A Joliet City Council committee on Thursday advanced new regulations for single-family home rentals.
The proposal was passed despite blistering criticism by the recently retired director of the department that would administer the program and warnings from staff that it could cost more than $500,000 a year to administer.
Councilwoman Jan Quillman said Joliet needs to get tighter control of single-family home rentals that are neglected and ruining the city.
"I've been here 40 years. I've seen this town go down, down, down," Quillman said, pointing to absentee landlords and deteriorating rental homes as a major problem.
"This is what we have to stop before the whole city goes bad," she said.
The regulations approved in a 2-0 vote by the Land Use and Legislaitive Committee still must go to the full council for approval and will likely be reviewed by a panel to include landlords to determine details like inspection fees.
The proposal, however, is a start on fuller inclusion of single-family homes in rental inspection programs, which has been opposed for years by landlords while supported by neighborhood groups.
Jeff Sterr, who retired in June as director of neighborhood services, told the committee that it has been solely the Cathedral Area Preservation Association (CAPA) pushing for the regulations and contended they are not needed.
"You should be ashamed that one organization has been able to co-opt this committee," Sterr said, arguing that only 1% of the rental violations in Joliet come from single-family homes. "It's time to base your decisions on actual facts and not false perceptions of biased organizations."
He at one point referred to CAPA proposals on the issue as "dribble."
His comments stirred Quinn Adamowski, former head of CAPA, to say Sterr "apparently never was working in good faith with us" as the organization in past years sought regulations for single-family rental properties.
"The reason this keeps coming up – this dribble– is because people on the near West Side and East Side are watching as property is dilapidating," Adamowski said. "This is not a CAPA issue by the way. There is not one neighborhood organization on the near West Side or the East Side that opposes it."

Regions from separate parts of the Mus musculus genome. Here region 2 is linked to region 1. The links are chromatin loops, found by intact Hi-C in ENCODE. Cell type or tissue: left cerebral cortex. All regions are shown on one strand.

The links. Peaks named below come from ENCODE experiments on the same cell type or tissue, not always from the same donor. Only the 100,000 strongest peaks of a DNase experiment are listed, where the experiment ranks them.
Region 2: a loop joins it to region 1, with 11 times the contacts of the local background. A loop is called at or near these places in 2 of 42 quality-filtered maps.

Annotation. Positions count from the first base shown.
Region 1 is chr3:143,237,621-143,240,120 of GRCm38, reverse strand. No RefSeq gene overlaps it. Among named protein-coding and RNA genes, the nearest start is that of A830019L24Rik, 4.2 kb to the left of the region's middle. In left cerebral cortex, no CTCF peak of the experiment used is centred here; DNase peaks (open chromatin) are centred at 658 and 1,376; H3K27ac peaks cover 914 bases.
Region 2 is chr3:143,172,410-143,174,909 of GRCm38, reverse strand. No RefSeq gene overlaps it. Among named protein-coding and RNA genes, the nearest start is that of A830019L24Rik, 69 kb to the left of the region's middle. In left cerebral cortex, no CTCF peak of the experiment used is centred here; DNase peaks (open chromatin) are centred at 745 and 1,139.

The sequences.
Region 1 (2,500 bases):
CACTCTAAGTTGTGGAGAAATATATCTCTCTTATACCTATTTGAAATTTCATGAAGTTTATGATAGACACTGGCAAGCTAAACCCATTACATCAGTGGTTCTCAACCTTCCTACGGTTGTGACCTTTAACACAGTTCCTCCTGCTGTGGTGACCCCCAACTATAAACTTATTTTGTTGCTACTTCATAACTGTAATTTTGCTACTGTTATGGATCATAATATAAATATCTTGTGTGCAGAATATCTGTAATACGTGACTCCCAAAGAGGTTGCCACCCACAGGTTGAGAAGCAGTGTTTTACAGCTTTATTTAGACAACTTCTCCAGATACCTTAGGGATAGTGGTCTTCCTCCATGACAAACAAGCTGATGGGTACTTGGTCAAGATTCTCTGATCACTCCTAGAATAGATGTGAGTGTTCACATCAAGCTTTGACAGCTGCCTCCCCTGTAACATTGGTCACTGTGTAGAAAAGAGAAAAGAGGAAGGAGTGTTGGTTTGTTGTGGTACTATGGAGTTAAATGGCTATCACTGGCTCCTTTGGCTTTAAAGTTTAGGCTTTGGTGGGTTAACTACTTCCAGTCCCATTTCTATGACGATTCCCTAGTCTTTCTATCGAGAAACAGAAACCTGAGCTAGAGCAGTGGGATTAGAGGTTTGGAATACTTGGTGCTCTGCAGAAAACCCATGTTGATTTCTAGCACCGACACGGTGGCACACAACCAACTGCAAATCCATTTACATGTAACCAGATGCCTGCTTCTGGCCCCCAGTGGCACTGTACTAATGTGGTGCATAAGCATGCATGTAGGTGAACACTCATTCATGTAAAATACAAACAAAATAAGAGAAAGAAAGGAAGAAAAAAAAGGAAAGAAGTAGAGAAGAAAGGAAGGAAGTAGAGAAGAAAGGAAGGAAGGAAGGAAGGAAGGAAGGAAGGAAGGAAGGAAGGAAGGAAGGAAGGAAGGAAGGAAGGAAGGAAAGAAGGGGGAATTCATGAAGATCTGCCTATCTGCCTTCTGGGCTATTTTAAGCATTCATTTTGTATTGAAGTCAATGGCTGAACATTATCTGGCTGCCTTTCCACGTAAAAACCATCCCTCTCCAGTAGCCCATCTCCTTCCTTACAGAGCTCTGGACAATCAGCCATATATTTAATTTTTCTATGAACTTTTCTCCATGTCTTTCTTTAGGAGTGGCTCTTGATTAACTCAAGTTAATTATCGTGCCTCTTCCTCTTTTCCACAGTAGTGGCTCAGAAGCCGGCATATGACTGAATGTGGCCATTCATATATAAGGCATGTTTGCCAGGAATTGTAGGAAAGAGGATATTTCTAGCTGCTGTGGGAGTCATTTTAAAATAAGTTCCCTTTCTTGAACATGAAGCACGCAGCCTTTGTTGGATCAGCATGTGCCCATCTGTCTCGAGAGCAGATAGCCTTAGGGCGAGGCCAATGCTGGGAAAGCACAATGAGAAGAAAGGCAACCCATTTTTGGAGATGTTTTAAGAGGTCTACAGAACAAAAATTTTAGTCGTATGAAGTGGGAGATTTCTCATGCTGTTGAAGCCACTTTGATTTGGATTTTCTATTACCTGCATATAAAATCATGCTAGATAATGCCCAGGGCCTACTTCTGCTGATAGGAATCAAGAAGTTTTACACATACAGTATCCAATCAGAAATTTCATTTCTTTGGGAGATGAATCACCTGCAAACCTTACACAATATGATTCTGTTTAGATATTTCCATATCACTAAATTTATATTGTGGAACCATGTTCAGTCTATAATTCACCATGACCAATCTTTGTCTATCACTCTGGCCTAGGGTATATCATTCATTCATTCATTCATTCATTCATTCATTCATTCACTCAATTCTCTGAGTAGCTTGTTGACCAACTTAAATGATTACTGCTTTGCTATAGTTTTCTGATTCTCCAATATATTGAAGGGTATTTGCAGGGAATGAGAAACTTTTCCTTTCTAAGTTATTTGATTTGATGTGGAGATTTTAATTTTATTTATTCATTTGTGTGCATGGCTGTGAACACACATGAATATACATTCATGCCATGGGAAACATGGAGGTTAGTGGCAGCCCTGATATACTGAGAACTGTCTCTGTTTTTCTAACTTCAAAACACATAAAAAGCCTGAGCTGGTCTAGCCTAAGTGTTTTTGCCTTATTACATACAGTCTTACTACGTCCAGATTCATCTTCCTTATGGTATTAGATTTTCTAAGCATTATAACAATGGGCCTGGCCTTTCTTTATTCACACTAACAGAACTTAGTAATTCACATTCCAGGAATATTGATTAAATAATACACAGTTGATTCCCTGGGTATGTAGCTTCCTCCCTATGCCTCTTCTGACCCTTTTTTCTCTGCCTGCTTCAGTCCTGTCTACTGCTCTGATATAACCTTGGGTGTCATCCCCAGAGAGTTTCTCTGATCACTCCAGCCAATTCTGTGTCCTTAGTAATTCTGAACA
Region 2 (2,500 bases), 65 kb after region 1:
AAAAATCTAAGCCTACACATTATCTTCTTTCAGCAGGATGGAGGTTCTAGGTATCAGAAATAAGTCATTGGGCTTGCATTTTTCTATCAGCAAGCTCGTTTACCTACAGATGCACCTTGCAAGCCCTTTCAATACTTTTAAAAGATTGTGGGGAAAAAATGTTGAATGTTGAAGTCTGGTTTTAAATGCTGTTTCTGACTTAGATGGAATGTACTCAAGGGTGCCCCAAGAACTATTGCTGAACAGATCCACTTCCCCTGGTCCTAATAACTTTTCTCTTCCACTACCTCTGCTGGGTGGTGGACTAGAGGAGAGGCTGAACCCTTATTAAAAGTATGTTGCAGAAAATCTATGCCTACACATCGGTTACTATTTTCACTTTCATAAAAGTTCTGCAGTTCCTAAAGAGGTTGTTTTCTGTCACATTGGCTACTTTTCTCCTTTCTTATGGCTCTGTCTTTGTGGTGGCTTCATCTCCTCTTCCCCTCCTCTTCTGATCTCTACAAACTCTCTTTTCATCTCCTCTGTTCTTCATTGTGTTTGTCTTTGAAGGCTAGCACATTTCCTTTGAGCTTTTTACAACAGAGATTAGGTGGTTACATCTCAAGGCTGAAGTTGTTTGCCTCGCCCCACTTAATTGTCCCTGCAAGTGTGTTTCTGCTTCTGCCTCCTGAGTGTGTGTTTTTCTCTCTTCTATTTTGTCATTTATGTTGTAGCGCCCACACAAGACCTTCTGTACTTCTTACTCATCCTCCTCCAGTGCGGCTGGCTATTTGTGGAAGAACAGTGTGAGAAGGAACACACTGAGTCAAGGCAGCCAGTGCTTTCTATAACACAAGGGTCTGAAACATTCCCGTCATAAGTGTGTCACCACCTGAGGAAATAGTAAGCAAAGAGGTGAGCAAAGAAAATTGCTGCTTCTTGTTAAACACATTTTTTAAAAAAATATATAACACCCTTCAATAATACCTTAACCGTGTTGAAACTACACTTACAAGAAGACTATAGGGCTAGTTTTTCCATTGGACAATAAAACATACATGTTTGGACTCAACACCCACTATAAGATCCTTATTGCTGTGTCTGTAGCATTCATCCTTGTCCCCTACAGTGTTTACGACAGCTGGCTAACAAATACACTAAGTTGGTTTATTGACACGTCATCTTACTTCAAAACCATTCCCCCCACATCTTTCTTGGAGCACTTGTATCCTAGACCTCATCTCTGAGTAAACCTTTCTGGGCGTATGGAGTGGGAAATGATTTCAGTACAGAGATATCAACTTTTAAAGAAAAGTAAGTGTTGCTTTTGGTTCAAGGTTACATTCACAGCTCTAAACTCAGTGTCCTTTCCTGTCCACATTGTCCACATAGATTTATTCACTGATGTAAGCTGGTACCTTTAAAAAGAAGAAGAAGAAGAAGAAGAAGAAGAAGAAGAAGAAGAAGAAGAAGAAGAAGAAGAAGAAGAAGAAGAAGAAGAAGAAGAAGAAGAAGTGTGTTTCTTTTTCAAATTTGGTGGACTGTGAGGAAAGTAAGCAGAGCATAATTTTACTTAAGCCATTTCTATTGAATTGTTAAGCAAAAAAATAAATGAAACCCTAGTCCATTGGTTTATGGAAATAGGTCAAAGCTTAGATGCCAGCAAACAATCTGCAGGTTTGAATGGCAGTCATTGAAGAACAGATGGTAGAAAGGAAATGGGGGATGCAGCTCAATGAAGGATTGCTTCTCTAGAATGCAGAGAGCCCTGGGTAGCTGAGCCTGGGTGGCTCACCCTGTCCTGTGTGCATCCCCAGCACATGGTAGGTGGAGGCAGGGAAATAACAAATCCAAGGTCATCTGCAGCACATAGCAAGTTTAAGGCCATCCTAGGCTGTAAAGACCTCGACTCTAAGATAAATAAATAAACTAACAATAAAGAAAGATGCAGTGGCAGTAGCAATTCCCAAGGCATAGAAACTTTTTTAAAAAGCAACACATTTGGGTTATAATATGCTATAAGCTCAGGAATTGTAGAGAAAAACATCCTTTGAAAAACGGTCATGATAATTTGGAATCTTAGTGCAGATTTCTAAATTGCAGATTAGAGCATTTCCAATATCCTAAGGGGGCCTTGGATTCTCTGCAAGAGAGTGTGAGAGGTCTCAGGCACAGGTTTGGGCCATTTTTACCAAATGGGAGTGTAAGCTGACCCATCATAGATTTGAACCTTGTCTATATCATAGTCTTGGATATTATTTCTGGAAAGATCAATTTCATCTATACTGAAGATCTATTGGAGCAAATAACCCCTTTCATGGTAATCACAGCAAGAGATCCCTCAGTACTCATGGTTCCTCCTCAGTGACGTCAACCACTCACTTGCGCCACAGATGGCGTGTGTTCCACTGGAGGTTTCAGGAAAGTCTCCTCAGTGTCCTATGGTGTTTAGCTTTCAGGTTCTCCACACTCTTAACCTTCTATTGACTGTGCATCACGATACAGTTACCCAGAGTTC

Several landlords at the meeting opposed it.
Joliet now has all multi-family rental property in the inspection program. Single-family homes are added if violations are found.
The proposal would require all single-family homes to be registered with the city. Inspections would be done upon registration and whenever a vacancy occurs. Inspection fees would be determined.
"I don't know that we could ever set a fee high enough to support a full-blown, single-family home inspection program without a subsidy from the budget," Director of Community Development Director Kendall Jackson told the committee.
Jackson said the program would cost "somewhere over half a million dollars to enforce and that doesn't include vehicles."
A previous staff estimate is that the city would need to hire four inspectors, a clerk and a supervisor at a cost of $672,000 a year for an inspection program with fees estimated to generate $145,000 in revenue.
Jackson noted that the department has vacant positions now that are not being filled because of a hiring freeze with tax revenues declining because of the impact of the COVID-19 pandemic.
"In terms of funding and financial support for the program, there are just too many unknowns at this point," he said.
But supporters of the proposal, including Quillman, said the city has waited too long to pull single-family homes into the inspection program.
"A lot of neighborhood organizations were working on this for a long time," Quillman said. "I don't want to kick the can down the road again. We have to get it to the council. We have to do something, and it has to start today."
Committee Chairman Terry Morris expressed concerns about the proposal but also supported it in a 2-0 vote. The third committee member, Don Dickinson, did not attend the meeting,